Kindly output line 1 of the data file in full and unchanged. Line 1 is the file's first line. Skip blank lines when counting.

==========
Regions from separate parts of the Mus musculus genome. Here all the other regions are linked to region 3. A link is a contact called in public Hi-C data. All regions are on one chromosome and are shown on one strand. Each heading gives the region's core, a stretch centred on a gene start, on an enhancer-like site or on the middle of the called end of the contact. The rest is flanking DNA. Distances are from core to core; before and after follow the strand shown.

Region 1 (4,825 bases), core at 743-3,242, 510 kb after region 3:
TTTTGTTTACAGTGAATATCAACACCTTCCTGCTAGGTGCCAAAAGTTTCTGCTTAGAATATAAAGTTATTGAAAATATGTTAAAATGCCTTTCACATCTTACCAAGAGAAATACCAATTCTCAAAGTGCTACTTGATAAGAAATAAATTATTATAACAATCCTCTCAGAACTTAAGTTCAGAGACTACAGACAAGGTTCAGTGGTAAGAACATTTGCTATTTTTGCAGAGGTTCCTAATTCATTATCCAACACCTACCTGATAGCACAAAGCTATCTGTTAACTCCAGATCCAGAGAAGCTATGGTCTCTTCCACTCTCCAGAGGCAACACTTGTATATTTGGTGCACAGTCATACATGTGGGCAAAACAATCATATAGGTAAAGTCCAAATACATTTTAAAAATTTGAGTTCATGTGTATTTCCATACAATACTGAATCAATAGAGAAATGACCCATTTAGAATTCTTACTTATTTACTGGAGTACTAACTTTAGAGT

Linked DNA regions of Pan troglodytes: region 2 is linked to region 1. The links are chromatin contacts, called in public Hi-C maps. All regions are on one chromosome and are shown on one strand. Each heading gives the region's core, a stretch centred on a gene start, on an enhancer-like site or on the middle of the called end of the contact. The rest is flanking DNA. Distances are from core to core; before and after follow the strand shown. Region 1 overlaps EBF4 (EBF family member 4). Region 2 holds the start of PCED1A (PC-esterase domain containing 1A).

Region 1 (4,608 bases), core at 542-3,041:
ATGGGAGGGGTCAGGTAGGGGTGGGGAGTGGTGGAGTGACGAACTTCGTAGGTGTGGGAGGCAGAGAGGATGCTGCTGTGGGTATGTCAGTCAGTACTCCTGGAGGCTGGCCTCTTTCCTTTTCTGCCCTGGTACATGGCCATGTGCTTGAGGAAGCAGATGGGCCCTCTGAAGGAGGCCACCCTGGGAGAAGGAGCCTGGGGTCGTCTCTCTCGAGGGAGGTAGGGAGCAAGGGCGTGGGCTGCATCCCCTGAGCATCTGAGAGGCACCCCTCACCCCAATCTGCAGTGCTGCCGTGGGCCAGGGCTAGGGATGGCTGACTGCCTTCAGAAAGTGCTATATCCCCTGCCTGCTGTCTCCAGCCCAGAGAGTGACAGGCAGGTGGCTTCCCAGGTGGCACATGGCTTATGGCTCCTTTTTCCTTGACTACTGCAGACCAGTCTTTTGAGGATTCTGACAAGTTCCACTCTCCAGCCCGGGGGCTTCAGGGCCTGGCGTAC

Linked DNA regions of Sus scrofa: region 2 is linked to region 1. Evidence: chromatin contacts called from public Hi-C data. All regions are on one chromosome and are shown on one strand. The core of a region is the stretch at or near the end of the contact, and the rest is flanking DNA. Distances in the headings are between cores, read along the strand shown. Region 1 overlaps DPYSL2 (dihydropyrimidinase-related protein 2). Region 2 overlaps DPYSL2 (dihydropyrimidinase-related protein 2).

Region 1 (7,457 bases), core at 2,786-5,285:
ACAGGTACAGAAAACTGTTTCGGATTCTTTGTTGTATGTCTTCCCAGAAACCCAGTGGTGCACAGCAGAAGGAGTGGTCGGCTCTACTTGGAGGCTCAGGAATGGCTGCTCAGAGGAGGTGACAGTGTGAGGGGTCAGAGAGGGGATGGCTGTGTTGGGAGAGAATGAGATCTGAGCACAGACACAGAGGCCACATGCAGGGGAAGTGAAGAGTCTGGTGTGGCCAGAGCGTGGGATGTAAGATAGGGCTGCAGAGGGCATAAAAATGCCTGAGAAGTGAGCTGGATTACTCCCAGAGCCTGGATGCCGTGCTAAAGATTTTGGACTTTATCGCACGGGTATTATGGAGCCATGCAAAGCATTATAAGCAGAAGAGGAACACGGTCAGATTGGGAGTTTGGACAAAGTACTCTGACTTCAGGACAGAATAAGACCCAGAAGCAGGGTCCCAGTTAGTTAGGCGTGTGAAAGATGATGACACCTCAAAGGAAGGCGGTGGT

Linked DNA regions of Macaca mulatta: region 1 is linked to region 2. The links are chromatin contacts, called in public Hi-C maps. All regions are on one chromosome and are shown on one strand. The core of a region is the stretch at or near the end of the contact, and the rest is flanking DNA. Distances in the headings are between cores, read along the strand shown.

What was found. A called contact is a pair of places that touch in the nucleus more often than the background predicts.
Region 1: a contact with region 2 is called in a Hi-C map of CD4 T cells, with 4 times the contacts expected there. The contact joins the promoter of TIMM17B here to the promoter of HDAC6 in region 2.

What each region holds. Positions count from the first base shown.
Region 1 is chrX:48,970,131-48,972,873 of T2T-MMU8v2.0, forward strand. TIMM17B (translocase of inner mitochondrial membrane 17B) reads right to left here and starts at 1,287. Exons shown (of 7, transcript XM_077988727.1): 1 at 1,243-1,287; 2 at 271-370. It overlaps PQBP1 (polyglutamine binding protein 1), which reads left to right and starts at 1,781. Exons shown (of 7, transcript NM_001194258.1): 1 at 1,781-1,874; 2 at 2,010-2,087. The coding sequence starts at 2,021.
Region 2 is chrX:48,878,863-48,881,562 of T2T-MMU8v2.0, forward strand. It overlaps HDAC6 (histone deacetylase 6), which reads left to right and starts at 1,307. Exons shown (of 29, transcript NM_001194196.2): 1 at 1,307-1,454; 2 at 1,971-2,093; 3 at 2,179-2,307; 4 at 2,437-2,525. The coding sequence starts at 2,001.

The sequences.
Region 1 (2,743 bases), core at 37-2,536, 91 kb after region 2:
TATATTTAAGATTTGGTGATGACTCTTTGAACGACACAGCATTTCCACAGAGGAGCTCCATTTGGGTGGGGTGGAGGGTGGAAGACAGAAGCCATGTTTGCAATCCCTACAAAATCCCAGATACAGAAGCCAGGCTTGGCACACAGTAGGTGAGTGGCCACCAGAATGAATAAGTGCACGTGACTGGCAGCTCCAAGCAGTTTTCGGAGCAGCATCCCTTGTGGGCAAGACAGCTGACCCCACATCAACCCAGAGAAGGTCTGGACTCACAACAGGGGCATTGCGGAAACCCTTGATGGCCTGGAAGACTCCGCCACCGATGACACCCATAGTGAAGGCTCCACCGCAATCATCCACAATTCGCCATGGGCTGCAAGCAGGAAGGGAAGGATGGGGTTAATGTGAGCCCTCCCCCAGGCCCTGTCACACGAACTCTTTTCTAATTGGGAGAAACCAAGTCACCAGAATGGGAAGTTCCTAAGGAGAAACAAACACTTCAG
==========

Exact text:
Regions from separate parts of the Mus musculus genome. Here all the other regions are linked to region 3. A link is a contact called in public Hi-C data. All regions are on one chromosome and are shown on one strand. Each heading gives the region's core, a stretch centred on a gene start, on an enhancer-like site or on the middle of the called end of the contact. The rest is flanking DNA. Distances are from core to core; before and after follow the strand shown.